Birth of the Wall Street Journal

In 1889, the company had 50 employees. The partners realized that the time was right to transform their two-page news summary into a real newspaper. The first issue of The Wall Street Journal appeared on July 8, 1889. It cost two cents per issue or five dollars for a one-year subscription. Dow was the editor and Jones managed the deskwork. The paper gave its readers a policy statement: “Its object is to give fully and fairly the daily news attending the fluctuations in prices of stocks, bonds, and some classes of commodities. It will aim steadily at being a paper of news and not a paper of opinions.” The paper’s motto was “The truth in its proper use.” Its editors promised to put out a paper that could not be controlled by advertisers. The paper had a private wire to Boston and telegraph connections to Washington, Philadelphia, and Chicago. It also had correspondents in several cities, including London.

Dow often warned his reporters about exchanging slanted stories for stock tips or free stock. Crusading for honesty in financial reporting, Dow would publish the names of companies that hesitated to give information about profit and loss. Soon after that, the newspaper gained power and respect from the reading public. Vermont Royster, a later editor of the Wall Street Journal, said Dow always believed business information was not the “private province of brokers and tycoons”.

In 1898, the Wall Street Journal put out its first morning edition. The paper now covered more than just financial news. It also covered war, which it reported without rhetoric, unlike many other papers. Dow also added an editorial column called “Review and Outlook” and “Answers to Inquirers,” in which readers sent investment questions to be answered. Edward Jones retired in 1899, but Dow and Bergstresser continued working. Dow still wrote editorials, now focusing on the place that government held in American business. The Wall Street Journal set a precedent in reporting during the election of 1900 by endorsing a political candidate, the incumbent president William McKinley.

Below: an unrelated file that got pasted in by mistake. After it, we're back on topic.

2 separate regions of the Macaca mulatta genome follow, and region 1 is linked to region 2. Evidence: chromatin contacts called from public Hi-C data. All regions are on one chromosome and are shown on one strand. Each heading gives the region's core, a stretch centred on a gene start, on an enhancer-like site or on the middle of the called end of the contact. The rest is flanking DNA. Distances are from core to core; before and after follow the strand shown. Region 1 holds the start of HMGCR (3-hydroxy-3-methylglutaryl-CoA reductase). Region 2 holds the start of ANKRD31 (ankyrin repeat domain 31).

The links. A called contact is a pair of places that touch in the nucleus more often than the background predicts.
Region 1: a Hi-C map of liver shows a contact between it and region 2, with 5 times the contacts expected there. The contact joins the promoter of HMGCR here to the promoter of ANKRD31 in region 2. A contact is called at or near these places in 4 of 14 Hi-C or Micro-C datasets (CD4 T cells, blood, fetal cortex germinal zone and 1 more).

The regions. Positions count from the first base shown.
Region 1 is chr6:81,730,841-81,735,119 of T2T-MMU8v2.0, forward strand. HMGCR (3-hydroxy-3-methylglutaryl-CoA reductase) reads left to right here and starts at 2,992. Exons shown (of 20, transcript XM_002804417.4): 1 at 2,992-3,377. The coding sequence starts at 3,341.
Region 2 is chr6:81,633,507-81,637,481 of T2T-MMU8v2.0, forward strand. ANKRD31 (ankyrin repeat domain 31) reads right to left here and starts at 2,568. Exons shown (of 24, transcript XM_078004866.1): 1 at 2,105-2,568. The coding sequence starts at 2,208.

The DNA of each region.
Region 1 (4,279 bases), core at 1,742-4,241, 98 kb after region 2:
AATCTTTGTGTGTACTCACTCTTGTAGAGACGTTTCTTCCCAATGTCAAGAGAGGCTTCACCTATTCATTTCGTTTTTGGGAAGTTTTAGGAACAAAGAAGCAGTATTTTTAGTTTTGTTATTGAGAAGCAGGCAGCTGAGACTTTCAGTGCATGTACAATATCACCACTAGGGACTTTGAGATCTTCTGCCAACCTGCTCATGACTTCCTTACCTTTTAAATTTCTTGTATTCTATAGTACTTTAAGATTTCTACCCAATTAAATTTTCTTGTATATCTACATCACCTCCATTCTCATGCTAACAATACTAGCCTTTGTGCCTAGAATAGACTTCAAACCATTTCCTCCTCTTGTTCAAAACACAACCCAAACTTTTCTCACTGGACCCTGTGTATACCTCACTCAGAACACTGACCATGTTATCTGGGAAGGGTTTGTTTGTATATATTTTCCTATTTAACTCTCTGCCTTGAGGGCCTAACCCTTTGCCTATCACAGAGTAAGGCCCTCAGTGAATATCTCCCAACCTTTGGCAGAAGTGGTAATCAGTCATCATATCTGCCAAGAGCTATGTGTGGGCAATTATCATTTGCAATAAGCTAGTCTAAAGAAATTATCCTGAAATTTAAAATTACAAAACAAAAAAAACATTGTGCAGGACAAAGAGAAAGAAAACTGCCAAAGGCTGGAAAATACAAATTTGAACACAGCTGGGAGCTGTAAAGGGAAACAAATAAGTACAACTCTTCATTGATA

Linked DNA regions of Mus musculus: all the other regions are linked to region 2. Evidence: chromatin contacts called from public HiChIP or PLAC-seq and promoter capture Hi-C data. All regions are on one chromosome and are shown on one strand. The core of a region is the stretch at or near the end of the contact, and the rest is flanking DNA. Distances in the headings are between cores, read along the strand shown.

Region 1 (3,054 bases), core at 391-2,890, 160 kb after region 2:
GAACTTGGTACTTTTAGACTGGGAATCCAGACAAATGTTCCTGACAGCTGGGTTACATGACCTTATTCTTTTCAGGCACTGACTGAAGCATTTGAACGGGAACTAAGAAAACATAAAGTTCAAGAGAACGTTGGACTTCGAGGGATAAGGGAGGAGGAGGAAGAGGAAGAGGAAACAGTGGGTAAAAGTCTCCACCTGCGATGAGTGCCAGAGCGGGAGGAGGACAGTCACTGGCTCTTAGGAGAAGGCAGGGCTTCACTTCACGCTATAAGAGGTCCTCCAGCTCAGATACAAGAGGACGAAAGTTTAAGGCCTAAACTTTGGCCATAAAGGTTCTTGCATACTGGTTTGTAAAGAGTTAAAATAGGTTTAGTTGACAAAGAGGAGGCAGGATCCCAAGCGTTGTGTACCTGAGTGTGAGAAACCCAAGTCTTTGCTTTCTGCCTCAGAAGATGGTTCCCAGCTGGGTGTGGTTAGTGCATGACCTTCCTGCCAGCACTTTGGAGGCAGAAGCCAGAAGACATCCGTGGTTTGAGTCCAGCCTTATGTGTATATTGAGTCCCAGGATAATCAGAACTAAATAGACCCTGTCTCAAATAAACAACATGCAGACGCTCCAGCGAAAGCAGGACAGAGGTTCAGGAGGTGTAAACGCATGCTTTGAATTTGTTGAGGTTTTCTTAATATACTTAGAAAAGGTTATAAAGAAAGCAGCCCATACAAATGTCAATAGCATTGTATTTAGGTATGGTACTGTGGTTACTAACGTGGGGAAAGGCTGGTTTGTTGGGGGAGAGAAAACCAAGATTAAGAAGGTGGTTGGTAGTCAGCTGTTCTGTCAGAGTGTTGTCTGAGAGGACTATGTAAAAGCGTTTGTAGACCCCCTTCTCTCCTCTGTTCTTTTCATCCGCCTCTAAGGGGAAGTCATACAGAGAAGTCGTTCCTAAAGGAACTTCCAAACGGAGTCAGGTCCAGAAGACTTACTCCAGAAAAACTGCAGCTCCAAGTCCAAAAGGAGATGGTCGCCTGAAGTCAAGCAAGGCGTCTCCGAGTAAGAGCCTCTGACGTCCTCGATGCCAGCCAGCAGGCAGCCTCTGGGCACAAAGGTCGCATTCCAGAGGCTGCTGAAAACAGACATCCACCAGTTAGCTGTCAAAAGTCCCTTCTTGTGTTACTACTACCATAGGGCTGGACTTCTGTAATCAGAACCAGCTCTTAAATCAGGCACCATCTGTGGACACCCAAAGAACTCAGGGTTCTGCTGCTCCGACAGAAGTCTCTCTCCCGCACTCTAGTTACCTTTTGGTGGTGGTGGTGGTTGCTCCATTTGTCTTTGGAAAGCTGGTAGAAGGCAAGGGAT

Dow Jones Averages

The stock price average was created on July 3, 1884, by Charles Dow as part of the “Customer’s Afternoon Letter”. At its inception, it consisted of 11 companies—9 railroads and 2 non-rail companies, Pacific Mail Steamship and Western Union Telegraph. On September 23, 1889, the “20 Active Stock” index was introduced. It included 18 railroad and 2 non-rail stocks.

In the 1890s, Dow saw that the recession was ending. In 1893, many mergers began taking place, resulting in the formation of huge corporations. These corporations sought markets for their stock shares. The wildly speculative market meant investors needed information about stock activity. Dow took this opportunity to devise the Dow Jones Industrial Average (DJIA) in 1896. By tracking the closing stock prices of twelve companies, adding up their stock prices, and dividing by twelve, Dow came up with his average. The first such average appeared in the Wall Street Journal on May 26, 1896. Nowadays, the DJIA remains one of the oldest and popular stock indices in the world.

On October 25, 1896, Dow replaced the 2 non-rail stocks in the “20 Active Stock” index with 2 rail stocks and the index became the Dow Jones Railroad Average (DJRA). The DJRA remained a rail average of 20 stocks until January 2, 1970, when the average was changed to the Dow Jones Transportation Average (DJTA)—9 railroad stocks were replaced by 9 airline and trucking stocks.